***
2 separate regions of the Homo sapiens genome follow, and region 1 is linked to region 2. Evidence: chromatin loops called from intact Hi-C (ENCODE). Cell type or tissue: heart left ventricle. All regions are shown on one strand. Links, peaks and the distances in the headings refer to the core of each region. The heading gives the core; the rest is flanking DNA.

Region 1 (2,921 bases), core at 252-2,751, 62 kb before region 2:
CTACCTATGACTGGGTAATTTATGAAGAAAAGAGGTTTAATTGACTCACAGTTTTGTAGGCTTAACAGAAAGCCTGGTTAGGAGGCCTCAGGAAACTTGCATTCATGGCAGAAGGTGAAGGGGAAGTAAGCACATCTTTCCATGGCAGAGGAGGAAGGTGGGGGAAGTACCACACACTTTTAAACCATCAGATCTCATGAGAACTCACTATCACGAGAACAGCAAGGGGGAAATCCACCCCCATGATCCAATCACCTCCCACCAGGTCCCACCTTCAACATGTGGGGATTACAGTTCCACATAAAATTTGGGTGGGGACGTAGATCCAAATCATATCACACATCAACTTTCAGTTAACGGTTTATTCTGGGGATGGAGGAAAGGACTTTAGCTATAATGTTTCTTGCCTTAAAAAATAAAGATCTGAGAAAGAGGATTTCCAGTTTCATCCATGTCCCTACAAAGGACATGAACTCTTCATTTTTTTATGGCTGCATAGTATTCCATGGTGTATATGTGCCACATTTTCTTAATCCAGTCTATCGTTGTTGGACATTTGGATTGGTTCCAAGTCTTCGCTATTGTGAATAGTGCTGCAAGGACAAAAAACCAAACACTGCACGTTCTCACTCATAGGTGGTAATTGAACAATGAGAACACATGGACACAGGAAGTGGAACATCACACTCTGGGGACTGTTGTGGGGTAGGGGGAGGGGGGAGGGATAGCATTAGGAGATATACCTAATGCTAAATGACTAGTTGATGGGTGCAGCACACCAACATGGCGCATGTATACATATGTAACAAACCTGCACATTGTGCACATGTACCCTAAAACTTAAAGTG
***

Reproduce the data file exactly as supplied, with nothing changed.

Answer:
2 separate regions of the Homo sapiens genome follow, and region 1 is linked to region 2. Evidence: chromatin loops called from intact Hi-C (ENCODE). Cell type or tissue: heart left ventricle. All regions are shown on one strand. Links, peaks and the distances in the headings refer to the core of each region. The heading gives the core; the rest is flanking DNA.

Region 1 (2,921 bases), core at 252-2,751, 62 kb before region 2:
CTACCTATGACTGGGTAATTTATGAAGAAAAGAGGTTTAATTGACTCACAGTTTTGTAGGCTTAACAGAAAGCCTGGTTAGGAGGCCTCAGGAAACTTGCATTCATGGCAGAAGGTGAAGGGGAAGTAAGCACATCTTTCCATGGCAGAGGAGGAAGGTGGGGGAAGTACCACACACTTTTAAACCATCAGATCTCATGAGAACTCACTATCACGAGAACAGCAAGGGGGAAATCCACCCCCATGATCCAATCACCTCCCACCAGGTCCCACCTTCAACATGTGGGGATTACAGTTCCACATAAAATTTGGGTGGGGACGTAGATCCAAATCATATCACACATCAACTTTCAGTTAACGGTTTATTCTGGGGATGGAGGAAAGGACTTTAGCTATAATGTTTCTTGCCTTAAAAAATAAAGATCTGAGAAAGAGGATTTCCAGTTTCATCCATGTCCCTACAAAGGACATGAACTCTTCATTTTTTTATGGCTGCATAGTATTCCATGGTGTATATGTGCCACATTTTCTTAATCCAGTCTATCGTTGTTGGACATTTGGATTGGTTCCAAGTCTTCGCTATTGTGAATAGTGCTGCAAGGACAAAAAACCAAACACTGCACGTTCTCACTCATAGGTGGTAATTGAACAATGAGAACACATGGACACAGGAAGTGGAACATCACACTCTGGGGACTGTTGTGGGGTAGGGGGAGGGGGGAGGGATAGCATTAGGAGATATACCTAATGCTAAATGACTAGTTGATGGGTGCAGCACACCAACATGGCGCATGTATACATATGTAACAAACCTGCACATTGTGCACATGTACCCTAAAACTTAAAGTG